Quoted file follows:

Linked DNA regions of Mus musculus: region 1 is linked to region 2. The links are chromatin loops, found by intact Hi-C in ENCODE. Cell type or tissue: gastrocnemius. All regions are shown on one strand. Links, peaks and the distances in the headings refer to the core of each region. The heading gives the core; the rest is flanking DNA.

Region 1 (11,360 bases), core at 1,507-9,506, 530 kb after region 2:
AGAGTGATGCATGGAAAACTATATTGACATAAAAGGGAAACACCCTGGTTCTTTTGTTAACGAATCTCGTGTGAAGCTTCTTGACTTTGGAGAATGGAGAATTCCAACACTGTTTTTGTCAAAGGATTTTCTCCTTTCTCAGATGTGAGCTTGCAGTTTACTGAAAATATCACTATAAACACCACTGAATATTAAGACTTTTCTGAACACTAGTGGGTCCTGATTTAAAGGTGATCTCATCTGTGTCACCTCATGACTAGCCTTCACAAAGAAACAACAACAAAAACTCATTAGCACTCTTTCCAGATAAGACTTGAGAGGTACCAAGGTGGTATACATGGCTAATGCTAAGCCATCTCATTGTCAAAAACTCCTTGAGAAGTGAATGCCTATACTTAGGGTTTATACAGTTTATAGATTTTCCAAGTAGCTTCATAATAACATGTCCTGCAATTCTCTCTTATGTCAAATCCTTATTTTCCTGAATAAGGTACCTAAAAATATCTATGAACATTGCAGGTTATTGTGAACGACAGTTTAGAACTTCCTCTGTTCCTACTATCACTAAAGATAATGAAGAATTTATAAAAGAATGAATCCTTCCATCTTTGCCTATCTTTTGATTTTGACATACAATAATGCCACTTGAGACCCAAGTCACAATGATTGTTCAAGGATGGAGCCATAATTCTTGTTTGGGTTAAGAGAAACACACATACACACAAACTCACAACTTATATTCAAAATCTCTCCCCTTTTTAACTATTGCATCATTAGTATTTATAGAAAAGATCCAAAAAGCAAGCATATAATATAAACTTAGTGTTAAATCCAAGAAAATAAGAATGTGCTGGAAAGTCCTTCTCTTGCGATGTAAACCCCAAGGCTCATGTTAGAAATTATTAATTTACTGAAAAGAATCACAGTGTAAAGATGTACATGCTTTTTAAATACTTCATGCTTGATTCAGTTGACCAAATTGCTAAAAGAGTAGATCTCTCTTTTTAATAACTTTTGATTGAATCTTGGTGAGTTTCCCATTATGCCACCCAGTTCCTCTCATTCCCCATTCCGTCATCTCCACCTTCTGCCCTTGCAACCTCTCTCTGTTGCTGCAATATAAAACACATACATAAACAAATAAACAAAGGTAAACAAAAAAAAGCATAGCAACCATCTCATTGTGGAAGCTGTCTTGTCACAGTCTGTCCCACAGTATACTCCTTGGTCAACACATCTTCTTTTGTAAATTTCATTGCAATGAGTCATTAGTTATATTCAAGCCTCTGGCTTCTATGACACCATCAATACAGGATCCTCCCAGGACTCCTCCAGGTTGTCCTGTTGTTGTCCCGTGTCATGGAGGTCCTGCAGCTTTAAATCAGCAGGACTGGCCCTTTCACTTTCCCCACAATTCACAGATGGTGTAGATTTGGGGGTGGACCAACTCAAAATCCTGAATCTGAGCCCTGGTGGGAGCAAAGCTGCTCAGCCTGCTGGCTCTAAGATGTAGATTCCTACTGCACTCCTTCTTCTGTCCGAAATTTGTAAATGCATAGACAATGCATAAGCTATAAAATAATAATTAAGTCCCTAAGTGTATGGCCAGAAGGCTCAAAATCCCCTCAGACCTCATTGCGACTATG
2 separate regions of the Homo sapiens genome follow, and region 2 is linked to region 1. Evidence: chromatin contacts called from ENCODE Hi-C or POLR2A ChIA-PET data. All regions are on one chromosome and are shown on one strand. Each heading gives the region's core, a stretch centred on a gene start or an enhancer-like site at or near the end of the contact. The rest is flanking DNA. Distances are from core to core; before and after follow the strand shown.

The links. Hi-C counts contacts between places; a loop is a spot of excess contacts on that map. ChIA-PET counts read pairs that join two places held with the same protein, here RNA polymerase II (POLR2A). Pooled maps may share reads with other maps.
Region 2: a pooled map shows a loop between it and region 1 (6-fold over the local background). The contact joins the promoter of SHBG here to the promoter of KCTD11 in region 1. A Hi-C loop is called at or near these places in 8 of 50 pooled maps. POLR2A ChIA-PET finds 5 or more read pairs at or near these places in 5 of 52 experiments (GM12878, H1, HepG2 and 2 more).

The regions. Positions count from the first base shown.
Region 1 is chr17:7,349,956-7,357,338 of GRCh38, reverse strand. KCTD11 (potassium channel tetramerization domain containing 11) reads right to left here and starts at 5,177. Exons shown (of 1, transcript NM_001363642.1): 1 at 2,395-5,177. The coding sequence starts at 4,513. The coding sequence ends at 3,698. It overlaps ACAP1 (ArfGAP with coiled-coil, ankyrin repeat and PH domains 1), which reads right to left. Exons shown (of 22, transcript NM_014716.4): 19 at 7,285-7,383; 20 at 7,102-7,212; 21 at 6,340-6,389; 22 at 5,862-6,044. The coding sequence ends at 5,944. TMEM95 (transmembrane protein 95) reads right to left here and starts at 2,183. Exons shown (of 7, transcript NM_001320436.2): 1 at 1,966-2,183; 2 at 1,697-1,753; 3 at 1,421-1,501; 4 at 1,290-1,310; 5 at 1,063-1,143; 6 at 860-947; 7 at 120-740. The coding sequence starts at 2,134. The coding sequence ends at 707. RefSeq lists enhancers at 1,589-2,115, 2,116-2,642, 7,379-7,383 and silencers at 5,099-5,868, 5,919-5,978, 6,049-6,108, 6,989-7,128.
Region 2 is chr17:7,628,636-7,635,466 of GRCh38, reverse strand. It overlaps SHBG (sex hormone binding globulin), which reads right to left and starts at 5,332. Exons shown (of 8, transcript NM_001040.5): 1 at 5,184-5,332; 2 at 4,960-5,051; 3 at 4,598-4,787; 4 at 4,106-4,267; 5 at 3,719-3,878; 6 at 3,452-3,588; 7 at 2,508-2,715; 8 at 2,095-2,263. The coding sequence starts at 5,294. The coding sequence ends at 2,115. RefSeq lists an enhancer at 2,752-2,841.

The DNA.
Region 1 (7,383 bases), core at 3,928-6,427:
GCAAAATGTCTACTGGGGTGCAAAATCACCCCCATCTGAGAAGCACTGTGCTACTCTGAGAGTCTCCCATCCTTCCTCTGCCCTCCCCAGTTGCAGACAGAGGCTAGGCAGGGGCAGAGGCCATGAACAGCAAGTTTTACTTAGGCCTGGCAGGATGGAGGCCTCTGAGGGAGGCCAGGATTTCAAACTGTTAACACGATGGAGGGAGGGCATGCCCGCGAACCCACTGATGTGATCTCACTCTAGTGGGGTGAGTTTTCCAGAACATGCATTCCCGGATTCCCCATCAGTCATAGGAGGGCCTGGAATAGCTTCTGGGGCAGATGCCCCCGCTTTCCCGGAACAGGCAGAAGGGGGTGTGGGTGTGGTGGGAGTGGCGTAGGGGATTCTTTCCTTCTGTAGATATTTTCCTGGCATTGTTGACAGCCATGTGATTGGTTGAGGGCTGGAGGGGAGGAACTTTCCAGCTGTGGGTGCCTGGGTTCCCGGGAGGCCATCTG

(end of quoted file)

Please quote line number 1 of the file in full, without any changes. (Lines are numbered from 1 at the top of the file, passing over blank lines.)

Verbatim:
Linked DNA regions of Mus musculus: region 1 is linked to region 2. The links are chromatin loops, found by intact Hi-C in ENCODE. Cell type or tissue: gastrocnemius. All regions are shown on one strand. Links, peaks and the distances in the headings refer to the core of each region. The heading gives the core; the rest is flanking DNA.